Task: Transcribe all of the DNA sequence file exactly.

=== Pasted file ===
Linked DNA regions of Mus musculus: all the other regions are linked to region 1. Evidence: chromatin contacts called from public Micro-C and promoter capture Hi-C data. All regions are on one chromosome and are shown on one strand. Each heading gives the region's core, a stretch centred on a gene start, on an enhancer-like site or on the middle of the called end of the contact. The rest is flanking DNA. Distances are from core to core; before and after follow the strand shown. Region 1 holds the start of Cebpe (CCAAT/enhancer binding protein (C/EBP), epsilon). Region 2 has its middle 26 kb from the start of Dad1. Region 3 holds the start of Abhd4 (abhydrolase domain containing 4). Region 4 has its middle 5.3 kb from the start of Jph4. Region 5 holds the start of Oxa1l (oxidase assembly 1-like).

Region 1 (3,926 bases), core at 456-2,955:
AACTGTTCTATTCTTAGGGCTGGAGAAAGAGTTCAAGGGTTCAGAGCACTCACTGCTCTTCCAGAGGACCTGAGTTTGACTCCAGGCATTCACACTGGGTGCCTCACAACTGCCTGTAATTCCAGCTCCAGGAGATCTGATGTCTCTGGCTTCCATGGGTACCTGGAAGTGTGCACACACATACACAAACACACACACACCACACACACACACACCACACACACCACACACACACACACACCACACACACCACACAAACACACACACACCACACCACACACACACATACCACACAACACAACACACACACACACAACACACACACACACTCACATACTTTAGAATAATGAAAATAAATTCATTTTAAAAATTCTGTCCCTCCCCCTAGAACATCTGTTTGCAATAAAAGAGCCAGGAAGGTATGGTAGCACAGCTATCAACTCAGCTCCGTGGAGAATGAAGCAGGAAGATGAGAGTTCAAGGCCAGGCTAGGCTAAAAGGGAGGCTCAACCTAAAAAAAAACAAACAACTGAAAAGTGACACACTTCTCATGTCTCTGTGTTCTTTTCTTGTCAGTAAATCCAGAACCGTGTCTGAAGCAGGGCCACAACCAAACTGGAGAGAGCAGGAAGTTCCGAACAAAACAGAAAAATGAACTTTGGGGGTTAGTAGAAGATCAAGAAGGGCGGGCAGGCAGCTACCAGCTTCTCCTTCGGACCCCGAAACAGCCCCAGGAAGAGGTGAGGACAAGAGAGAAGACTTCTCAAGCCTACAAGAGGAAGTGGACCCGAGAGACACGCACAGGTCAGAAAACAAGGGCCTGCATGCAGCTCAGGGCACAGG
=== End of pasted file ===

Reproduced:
Linked DNA regions of Mus musculus: all the other regions are linked to region 1. Evidence: chromatin contacts called from public Micro-C and promoter capture Hi-C data. All regions are on one chromosome and are shown on one strand. Each heading gives the region's core, a stretch centred on a gene start, on an enhancer-like site or on the middle of the called end of the contact. The rest is flanking DNA. Distances are from core to core; before and after follow the strand shown. Region 1 holds the start of Cebpe (CCAAT/enhancer binding protein (C/EBP), epsilon). Region 2 has its middle 26 kb from the start of Dad1. Region 3 holds the start of Abhd4 (abhydrolase domain containing 4). Region 4 has its middle 5.3 kb from the start of Jph4. Region 5 holds the start of Oxa1l (oxidase assembly 1-like).

Region 1 (3,926 bases), core at 456-2,955:
AACTGTTCTATTCTTAGGGCTGGAGAAAGAGTTCAAGGGTTCAGAGCACTCACTGCTCTTCCAGAGGACCTGAGTTTGACTCCAGGCATTCACACTGGGTGCCTCACAACTGCCTGTAATTCCAGCTCCAGGAGATCTGATGTCTCTGGCTTCCATGGGTACCTGGAAGTGTGCACACACATACACAAACACACACACACCACACACACACACACCACACACACCACACACACACACACACCACACACACCACACAAACACACACACACCACACCACACACACACATACCACACAACACAACACACACACACACAACACACACACACACTCACATACTTTAGAATAATGAAAATAAATTCATTTTAAAAATTCTGTCCCTCCCCCTAGAACATCTGTTTGCAATAAAAGAGCCAGGAAGGTATGGTAGCACAGCTATCAACTCAGCTCCGTGGAGAATGAAGCAGGAAGATGAGAGTTCAAGGCCAGGCTAGGCTAAAAGGGAGGCTCAACCTAAAAAAAAACAAACAACTGAAAAGTGACACACTTCTCATGTCTCTGTGTTCTTTTCTTGTCAGTAAATCCAGAACCGTGTCTGAAGCAGGGCCACAACCAAACTGGAGAGAGCAGGAAGTTCCGAACAAAACAGAAAAATGAACTTTGGGGGTTAGTAGAAGATCAAGAAGGGCGGGCAGGCAGCTACCAGCTTCTCCTTCGGACCCCGAAACAGCCCCAGGAAGAGGTGAGGACAAGAGAGAAGACTTCTCAAGCCTACAAGAGGAAGTGGACCCGAGAGACACGCACAGGTCAGAAAACAAGGGCCTGCATGCAGCTCAGGGCACAGG